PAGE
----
Part of the problem, Mellow said, is that community colleges are judged by standards appropriate for those four-year colleges that admit only those with a good chance of graduating.
“We use outdated methods of evaluating college success,” she said, citing in particular the Integrated Postsecondary Education Data System, known as IPEDS, which is central to federal data collection (and on which many state data procedures are based as well). IPEDS “asks us to presume that all students are just like those attending Princeton -- first time and full time. IPEDS assumes everyone is a credit student, requiring no remediation, who enrolls full time for their entire academic career. All of those assumptions are false. It hearkens back to a historical conception of college-going students that is no longer true,” she said.
Mellow said that these assumptions end up giving people the sense that community colleges are failing (since indeed their graduation rates are lower than those for other sectors) instead of focusing on a range of measures that would show what actually goes on at community colleges.
“Community colleges are not just the junior version of four-year colleges. To understand community college success -- or lack thereof -- we must find a new way of measuring outcomes. Everyone wants to look at graduation statistics -- and I do, too. But without other measures it subverts the real contribution of a community college,” she said.
Mellow offered this example of what’s wrong with a focus on graduation rates. “Right now we count as college students those with high school diplomas who do not have high school skills, and then criticize community colleges when those students do not graduate in three years. How about thanking them for only taking a year to teach students what they were unable to master in their 12 previous years of education?”
How to more fairly measure community colleges? “They should be measured on how well the education they provide contributes to the local and regional economy and community. Community colleges might be measured by changes in a community’s salaries, new business starts, new jobs, or increases in employee health insurance and retirement benefits associated with education. Community colleges might also be measured by advances in literacy or critical thinking, or by increases in their adult students’ involvement in their children’s school, or in civic engagement.”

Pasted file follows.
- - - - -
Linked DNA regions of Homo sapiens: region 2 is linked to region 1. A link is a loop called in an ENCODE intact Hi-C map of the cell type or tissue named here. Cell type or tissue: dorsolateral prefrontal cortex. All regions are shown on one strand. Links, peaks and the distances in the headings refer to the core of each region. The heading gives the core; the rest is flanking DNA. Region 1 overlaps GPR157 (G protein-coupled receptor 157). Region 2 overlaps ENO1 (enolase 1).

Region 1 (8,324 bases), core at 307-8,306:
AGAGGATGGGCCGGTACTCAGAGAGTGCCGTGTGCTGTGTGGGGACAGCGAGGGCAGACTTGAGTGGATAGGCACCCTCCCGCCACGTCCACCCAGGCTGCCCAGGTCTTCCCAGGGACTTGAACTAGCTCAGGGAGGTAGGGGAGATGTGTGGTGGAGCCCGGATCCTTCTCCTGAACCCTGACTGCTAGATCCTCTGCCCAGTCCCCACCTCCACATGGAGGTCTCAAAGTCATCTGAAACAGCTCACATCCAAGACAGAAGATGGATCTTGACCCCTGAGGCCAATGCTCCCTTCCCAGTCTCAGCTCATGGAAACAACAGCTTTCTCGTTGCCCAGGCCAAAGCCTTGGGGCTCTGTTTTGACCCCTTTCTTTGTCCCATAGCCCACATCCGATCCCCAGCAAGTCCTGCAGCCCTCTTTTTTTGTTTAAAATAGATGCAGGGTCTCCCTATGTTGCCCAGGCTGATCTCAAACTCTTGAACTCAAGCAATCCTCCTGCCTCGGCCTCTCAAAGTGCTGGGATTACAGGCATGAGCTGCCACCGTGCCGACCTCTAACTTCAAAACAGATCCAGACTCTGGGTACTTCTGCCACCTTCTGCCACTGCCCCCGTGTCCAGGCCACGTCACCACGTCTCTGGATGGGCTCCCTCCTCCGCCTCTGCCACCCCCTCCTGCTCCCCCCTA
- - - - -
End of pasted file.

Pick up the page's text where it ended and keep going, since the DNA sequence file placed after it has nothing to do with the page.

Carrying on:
Mellow also said that community colleges deserve praise, not criticism, when they successfully offer remedial education -- even if the student doesn’t reach college level or graduate. “This doesn’t imply a backing away from the standard of graduation with an associate’s degree, but it realistically incorporates the progressive reality of education that seeks to move adults ahead step-by-step,” she said. “Let’s learn to measure what matters in this context, for these people. It does matter if a community college moves an adult from reading at the 5th to the 9th grade level, or learns how to compute percentages, or develops the capacity for the intellectual problem solving necessary to get and keep a job. It’s not enough, and we cannot stop without trying to move everyone completing an associate’s degree, but each step is a real improvement for the individual and our social world.”
Mellow's talk was the meeting's Robert Atwell Lecture, named for the former president of the ACE, who was in the audience.
In an interview, Mellow said she realized that pushing these issues will be difficult, especially in the current environment in which states are bracing for budget cuts, and all sectors of higher education will be worried about their financial futures. But she said that states must not assume that it is "an either/or situation" with regard to supporting community colleges and the rest of higher education.
And when community colleges don't get on the agenda, she said, it's important to push to get them there. A special commission in New York State recently proposed a major investment in public higher education. While the funds would go to all sectors, much of the focus has not been on community colleges and their students, but on how to create research universities that might compete with a Berkeley or Michigan. Mellow said she's working on a paper for New York officials outlining the community college issues on which they may not have focused sufficiently.